Barbara Claypole White grew up in the English village of Turvey with big dreams of becoming a novelist. So, armed with a history degree from York University, she went to work in the London fashion industry. When she failed to snag the job of her dreams as an assistant fashion editor, her boss sent her to New York on business. Halfway home—somewhere over the Atlantic—she fell for the handsome American professor who had picked her up at JFK Airport with a well-informed comment about English author P.D. James. (Fiction matters, people.)
Eighteen months later, Barbara embarked on a new life as a faculty spouse, freelance writer, and marketing director in a small midwestern college town. She also had a dirty little secret: she was writing a novel. Set against the backdrop of eighties fashion and the arrival of AIDS in London, it was spectacularly bad.
Then Barbara learned she was pregnant, and her husband was offered a distinguished professorship at the University of North Carolina at Chapel Hill. The family moved to the forest outside the historic town of Hillsborough, and Barbara became a stay-at-home mom and a woodland gardener. Both passions would shape and guide her writing voice. She also started a new manuscript called Dogwood Days, but her writing ground to a halt when her young son was diagnosed with obsessive-compulsive disorder.
They entered into exposure therapy, and Barbara focused on learning everything she could about anxiety disorders. Growing up, she had watched family members struggle with mental illness in secrecy and shame. She was determined that would not happened to her son. As he began the slow journey toward reclaiming his life, Barbara returned to her manuscript and set about teaching herself the art and business of writing. One day, while she was daydreaming, a charismatic entrepreneur with severe OCD strolled into her imagination and refused to leave. His name was James Nealy.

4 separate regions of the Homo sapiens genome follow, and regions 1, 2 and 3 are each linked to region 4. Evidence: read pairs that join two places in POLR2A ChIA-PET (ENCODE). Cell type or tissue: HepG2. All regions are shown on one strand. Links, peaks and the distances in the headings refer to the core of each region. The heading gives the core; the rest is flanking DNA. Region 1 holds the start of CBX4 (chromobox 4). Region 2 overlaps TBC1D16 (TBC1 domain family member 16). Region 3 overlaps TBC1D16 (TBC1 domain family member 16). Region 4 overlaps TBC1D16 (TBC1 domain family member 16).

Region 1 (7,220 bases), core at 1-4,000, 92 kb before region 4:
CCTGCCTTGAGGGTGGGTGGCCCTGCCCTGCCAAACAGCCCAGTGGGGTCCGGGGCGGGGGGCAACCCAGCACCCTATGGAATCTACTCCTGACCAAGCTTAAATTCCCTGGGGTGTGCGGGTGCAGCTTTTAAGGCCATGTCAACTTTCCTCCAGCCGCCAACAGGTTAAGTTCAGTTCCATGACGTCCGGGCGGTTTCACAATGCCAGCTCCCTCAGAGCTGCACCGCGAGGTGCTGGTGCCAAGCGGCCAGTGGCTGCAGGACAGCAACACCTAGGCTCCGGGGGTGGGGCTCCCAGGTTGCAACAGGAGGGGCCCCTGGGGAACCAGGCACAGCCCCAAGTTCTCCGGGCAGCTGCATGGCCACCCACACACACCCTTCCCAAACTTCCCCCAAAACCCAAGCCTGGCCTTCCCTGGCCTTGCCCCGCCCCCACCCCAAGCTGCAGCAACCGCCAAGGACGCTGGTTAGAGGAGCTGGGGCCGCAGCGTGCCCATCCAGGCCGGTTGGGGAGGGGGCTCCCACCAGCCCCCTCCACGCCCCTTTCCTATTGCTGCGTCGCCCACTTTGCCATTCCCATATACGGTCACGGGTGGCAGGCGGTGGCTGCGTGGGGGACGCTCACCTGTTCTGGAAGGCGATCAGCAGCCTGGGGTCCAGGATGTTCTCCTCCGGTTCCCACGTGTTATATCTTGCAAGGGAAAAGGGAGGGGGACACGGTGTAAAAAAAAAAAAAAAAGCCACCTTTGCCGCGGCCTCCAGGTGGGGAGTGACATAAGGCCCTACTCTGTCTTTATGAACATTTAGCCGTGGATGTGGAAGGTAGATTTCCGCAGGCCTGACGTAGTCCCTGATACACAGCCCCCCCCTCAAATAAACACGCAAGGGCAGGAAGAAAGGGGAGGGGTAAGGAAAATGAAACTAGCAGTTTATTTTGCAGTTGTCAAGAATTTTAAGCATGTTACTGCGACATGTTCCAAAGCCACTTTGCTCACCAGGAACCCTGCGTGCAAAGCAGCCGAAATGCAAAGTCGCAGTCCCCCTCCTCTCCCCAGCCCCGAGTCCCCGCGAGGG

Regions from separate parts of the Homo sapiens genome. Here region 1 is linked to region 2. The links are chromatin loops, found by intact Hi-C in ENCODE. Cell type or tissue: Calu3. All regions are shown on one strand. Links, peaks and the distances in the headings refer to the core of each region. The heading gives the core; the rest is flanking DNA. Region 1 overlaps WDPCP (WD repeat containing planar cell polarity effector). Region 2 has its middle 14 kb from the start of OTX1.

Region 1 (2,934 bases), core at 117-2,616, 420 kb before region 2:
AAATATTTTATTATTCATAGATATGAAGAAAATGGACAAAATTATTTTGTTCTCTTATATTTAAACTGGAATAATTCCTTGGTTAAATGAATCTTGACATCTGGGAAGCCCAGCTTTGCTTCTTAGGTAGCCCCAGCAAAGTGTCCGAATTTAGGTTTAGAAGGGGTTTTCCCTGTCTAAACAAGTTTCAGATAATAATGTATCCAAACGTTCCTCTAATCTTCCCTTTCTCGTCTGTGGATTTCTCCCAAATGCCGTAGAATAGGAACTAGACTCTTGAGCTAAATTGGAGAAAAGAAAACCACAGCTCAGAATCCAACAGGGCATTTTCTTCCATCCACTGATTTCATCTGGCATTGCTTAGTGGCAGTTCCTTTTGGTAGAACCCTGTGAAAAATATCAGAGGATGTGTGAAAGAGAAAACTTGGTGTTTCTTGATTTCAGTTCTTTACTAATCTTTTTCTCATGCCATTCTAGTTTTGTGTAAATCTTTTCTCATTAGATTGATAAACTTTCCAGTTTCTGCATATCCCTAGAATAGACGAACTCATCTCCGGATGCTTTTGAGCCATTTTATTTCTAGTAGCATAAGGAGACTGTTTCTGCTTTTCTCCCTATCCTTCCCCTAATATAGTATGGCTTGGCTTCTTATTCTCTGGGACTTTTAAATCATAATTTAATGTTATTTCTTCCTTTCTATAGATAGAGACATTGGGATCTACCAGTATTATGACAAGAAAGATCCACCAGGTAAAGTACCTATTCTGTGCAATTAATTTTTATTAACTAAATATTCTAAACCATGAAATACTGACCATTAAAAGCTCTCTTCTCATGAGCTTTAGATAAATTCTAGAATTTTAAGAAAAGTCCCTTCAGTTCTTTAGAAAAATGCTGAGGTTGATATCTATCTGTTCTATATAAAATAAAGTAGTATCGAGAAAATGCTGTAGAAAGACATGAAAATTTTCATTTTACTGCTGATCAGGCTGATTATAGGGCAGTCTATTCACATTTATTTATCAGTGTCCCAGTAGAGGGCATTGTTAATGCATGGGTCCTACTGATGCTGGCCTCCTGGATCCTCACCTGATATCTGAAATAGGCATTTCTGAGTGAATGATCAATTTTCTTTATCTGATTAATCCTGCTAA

Barbara rewrote Dogwood Days with James as her hero. When it won second place in the Carrie McCray Memorial Literary Awards for Novel First Chapter, she began to think, “Maybe.” She joined a nonfiction project for parents of children with invisible disabilities called Easy to Love But Hard to Raise, began blogging through the highs and lows of life with OCD, and landed an agent and a two-book deal. Dogwood Days became The Unfinished Garden and won the 2013 Golden Quill Contest for Best First Book. The In-Between Hour, which was chosen by the Southern Independent Booksellers Alliance as a Winter 2014 Okra Pick, followed. She also became an OCD advocate for the A2A Alliance, a nonprofit group that promotes advocacy over adversity.
Her third novel, The Perfect Son, was picked for Amazon’s Kindle First Program and became a Goodreads Choice Awards 2015 Nominee for Best Fiction. Echoes of Family, another darkly quirky BCW tale, launches in September 2016, and Barbara is hard at work on novel five (technically six)...when she’s not waging war against squirrels and voles in her garden.
But what of her brilliant son, formerly known on Facebook as the Beloved Teenage Delinquent? He turned twenty-one and is still her muse. An OCD warrior of fearless compassion, he’s an award-winning poet/musician at Oberlin College and a trainee sound engineer at a recording studio not unlike Nightjar in Echoes of Family. Barbara and the Prof firmly believe he will change the world.
Barbara’s tattoo, nil desperandum, is taken from the Claypoole family crest and means never despair. Her sister, Susan Rose, an artist specializing in bespoke English bone china, designed the tattoo. www.susanrose.co.uk